Recognizing and Treating Depression in the Elderly

Mark D. Miller, MD

Medscape Psychiatry & Mental Health eJournal. 1997;2(2) 

In This Article

Abstract and Introduction

A study of community dwellers estimated that 15% of the elderly showed significant depressive symptoms. A smaller subset (1% to 2%) met criteria for a major depressive disorder. In nursing homes, the prevalence of depression can be as high as 25%. Rates of depression in primary care clinics range from 5% to 37%. Stressors such as chronic pain, medical disability, or the death of one's spouse are more commonly seen in the elderly and can result in a reactive depression. In one study, more than two thirds of suicides in the elderly took place in the context of depression, and 75% of all geriatric patients who completed suicide had seen their primary care physician in the previous month. Antidepressant medication, psychotherapy, and electroconvulsive therapy have all been successful therapeutic approaches in elderly persons with depression. An overview of geriatric depression is presented, with emphasis on the clinical presentation, associated factors, and newer treatment options.

The majority of elderly persons lead active, independent lives and possess the necessary coping skills to adjust to changes in their lives as they age. Guarding against an ageist bias will allow for the greatest objectivity when treating elderly patients. Nevertheless, chronic pain, medical disability, or the death of one's spouse can result in a depressive reaction in any individual, regardless of age, who finds such stressors overwhelming. These stressors are more commonly seen, however, in the elderly. The presence of multiple stressors or the inability to cope can result in an episode of depression.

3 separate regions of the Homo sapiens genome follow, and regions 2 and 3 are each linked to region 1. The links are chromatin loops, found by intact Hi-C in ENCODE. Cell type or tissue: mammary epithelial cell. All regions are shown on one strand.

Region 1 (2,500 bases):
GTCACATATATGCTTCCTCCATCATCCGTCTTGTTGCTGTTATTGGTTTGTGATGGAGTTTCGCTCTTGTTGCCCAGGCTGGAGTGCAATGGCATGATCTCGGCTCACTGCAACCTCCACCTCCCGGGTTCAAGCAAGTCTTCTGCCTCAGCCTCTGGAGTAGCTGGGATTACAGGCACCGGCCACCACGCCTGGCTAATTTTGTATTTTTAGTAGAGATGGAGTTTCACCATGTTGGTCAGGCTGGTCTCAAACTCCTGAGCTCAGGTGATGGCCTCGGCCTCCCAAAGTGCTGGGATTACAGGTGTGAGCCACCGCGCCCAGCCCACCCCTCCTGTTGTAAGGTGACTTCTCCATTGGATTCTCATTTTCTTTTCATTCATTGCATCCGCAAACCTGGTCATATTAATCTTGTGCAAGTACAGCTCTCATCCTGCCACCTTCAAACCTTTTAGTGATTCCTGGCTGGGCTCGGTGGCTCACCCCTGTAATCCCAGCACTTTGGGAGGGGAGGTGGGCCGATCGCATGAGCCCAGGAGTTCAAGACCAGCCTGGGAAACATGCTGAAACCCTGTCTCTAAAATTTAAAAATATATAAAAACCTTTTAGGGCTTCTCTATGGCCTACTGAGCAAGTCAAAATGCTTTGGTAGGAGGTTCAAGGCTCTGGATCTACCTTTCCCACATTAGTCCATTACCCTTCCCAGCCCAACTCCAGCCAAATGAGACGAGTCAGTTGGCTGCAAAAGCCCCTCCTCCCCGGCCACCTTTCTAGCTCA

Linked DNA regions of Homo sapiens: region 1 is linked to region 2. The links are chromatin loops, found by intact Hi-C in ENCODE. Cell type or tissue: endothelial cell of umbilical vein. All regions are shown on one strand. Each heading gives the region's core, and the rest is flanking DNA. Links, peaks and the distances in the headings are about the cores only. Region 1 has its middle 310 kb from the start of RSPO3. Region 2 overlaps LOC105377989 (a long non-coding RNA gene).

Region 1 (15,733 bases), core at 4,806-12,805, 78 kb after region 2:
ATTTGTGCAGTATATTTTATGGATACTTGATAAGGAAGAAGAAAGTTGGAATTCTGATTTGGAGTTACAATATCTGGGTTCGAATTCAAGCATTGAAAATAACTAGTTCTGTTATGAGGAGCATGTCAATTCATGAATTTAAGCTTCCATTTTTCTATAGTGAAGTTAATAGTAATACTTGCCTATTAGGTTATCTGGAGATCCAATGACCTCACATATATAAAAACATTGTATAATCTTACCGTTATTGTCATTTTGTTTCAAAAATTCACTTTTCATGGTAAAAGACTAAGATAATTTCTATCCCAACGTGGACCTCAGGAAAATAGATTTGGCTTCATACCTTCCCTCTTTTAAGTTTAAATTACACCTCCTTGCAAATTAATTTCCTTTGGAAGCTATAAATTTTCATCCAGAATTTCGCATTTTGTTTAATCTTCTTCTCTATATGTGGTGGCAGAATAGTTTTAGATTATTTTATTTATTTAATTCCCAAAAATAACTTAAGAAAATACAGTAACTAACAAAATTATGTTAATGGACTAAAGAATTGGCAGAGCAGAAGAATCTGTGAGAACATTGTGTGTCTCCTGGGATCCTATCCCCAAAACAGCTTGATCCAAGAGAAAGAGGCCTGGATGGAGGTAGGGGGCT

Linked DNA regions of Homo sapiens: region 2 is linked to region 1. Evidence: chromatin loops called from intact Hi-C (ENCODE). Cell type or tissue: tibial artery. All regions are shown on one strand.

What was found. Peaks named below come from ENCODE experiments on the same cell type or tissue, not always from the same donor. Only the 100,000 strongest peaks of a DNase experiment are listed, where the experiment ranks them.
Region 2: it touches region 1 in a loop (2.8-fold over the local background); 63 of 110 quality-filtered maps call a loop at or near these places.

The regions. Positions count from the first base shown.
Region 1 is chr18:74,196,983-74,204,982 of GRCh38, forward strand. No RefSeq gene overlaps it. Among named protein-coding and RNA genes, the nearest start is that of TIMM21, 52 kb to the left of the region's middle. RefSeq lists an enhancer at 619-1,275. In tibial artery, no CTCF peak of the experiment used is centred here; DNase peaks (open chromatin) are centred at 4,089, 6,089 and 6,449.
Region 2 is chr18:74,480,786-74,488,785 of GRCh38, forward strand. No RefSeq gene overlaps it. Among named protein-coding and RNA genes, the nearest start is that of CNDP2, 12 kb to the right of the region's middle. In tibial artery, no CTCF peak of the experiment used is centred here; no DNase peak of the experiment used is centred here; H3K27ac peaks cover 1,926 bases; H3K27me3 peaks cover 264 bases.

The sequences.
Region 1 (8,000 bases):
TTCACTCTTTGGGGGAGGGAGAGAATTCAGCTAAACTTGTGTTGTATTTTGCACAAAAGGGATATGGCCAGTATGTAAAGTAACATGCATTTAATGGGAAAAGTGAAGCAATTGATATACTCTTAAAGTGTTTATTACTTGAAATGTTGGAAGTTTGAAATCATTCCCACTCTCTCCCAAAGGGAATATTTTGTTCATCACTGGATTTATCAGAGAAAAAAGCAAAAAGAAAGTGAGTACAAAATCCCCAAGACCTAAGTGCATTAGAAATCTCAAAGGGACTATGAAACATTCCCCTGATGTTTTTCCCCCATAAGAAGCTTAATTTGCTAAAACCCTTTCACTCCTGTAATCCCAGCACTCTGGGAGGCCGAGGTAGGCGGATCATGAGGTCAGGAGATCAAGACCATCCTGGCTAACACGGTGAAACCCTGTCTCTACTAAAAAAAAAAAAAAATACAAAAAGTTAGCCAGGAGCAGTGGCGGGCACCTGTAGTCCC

A consensus conference on geriatric depression was convened at the National Institute of Mental Health in 1991 to pool research efforts to better understand the problem of geriatric depression and to seek improved treatment strategies.[1] On January 20, 1996, a consensus update was held to report and summarize new findings,[2] many of which will be referred to in this text.

We review depression in the elderly, with emphasis on the clinical presentation, associated factors, and newer treatment options that have become available in recent years, based on broad research efforts and a growing body of experience worldwide.

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